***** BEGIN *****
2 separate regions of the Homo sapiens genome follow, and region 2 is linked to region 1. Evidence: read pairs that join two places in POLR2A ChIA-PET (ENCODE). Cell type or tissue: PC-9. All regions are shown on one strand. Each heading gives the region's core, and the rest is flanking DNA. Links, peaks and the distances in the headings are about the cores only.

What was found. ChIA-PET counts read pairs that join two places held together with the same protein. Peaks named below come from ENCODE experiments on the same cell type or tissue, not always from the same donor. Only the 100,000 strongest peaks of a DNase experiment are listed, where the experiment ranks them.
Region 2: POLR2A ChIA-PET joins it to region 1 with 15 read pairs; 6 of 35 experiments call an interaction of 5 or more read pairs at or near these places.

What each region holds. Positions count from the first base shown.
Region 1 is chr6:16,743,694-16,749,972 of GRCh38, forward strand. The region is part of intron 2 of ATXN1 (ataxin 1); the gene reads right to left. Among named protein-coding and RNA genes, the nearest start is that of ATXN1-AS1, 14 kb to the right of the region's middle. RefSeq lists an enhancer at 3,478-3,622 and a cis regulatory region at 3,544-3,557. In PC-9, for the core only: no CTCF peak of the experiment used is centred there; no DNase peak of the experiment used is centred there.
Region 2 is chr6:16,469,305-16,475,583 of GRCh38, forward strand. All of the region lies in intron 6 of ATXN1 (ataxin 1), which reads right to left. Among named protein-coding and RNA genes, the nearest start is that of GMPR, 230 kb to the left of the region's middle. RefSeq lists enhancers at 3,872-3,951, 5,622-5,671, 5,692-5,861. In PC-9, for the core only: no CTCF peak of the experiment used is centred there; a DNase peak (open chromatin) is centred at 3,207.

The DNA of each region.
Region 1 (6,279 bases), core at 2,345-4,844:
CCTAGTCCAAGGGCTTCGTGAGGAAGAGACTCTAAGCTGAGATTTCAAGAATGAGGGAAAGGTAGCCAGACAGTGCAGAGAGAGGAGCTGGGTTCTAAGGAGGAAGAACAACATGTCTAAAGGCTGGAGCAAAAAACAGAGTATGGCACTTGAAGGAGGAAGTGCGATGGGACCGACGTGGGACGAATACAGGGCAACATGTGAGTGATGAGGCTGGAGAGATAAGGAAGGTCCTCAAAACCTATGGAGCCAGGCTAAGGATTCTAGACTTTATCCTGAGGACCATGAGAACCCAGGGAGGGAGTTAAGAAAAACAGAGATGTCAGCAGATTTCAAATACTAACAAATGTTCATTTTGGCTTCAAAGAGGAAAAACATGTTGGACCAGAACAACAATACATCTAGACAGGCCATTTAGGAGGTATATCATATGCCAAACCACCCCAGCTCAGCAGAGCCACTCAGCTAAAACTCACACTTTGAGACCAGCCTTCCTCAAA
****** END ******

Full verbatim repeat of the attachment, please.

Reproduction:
2 separate regions of the Homo sapiens genome follow, and region 2 is linked to region 1. Evidence: read pairs that join two places in POLR2A ChIA-PET (ENCODE). Cell type or tissue: PC-9. All regions are shown on one strand. Each heading gives the region's core, and the rest is flanking DNA. Links, peaks and the distances in the headings are about the cores only.

What was found. ChIA-PET counts read pairs that join two places held together with the same protein. Peaks named below come from ENCODE experiments on the same cell type or tissue, not always from the same donor. Only the 100,000 strongest peaks of a DNase experiment are listed, where the experiment ranks them.
Region 2: POLR2A ChIA-PET joins it to region 1 with 15 read pairs; 6 of 35 experiments call an interaction of 5 or more read pairs at or near these places.

What each region holds. Positions count from the first base shown.
Region 1 is chr6:16,743,694-16,749,972 of GRCh38, forward strand. The region is part of intron 2 of ATXN1 (ataxin 1); the gene reads right to left. Among named protein-coding and RNA genes, the nearest start is that of ATXN1-AS1, 14 kb to the right of the region's middle. RefSeq lists an enhancer at 3,478-3,622 and a cis regulatory region at 3,544-3,557. In PC-9, for the core only: no CTCF peak of the experiment used is centred there; no DNase peak of the experiment used is centred there.
Region 2 is chr6:16,469,305-16,475,583 of GRCh38, forward strand. All of the region lies in intron 6 of ATXN1 (ataxin 1), which reads right to left. Among named protein-coding and RNA genes, the nearest start is that of GMPR, 230 kb to the left of the region's middle. RefSeq lists enhancers at 3,872-3,951, 5,622-5,671, 5,692-5,861. In PC-9, for the core only: no CTCF peak of the experiment used is centred there; a DNase peak (open chromatin) is centred at 3,207.

The DNA of each region.
Region 1 (6,279 bases), core at 2,345-4,844:
CCTAGTCCAAGGGCTTCGTGAGGAAGAGACTCTAAGCTGAGATTTCAAGAATGAGGGAAAGGTAGCCAGACAGTGCAGAGAGAGGAGCTGGGTTCTAAGGAGGAAGAACAACATGTCTAAAGGCTGGAGCAAAAAACAGAGTATGGCACTTGAAGGAGGAAGTGCGATGGGACCGACGTGGGACGAATACAGGGCAACATGTGAGTGATGAGGCTGGAGAGATAAGGAAGGTCCTCAAAACCTATGGAGCCAGGCTAAGGATTCTAGACTTTATCCTGAGGACCATGAGAACCCAGGGAGGGAGTTAAGAAAAACAGAGATGTCAGCAGATTTCAAATACTAACAAATGTTCATTTTGGCTTCAAAGAGGAAAAACATGTTGGACCAGAACAACAATACATCTAGACAGGCCATTTAGGAGGTATATCATATGCCAAACCACCCCAGCTCAGCAGAGCCACTCAGCTAAAACTCACACTTTGAGACCAGCCTTCCTCAAA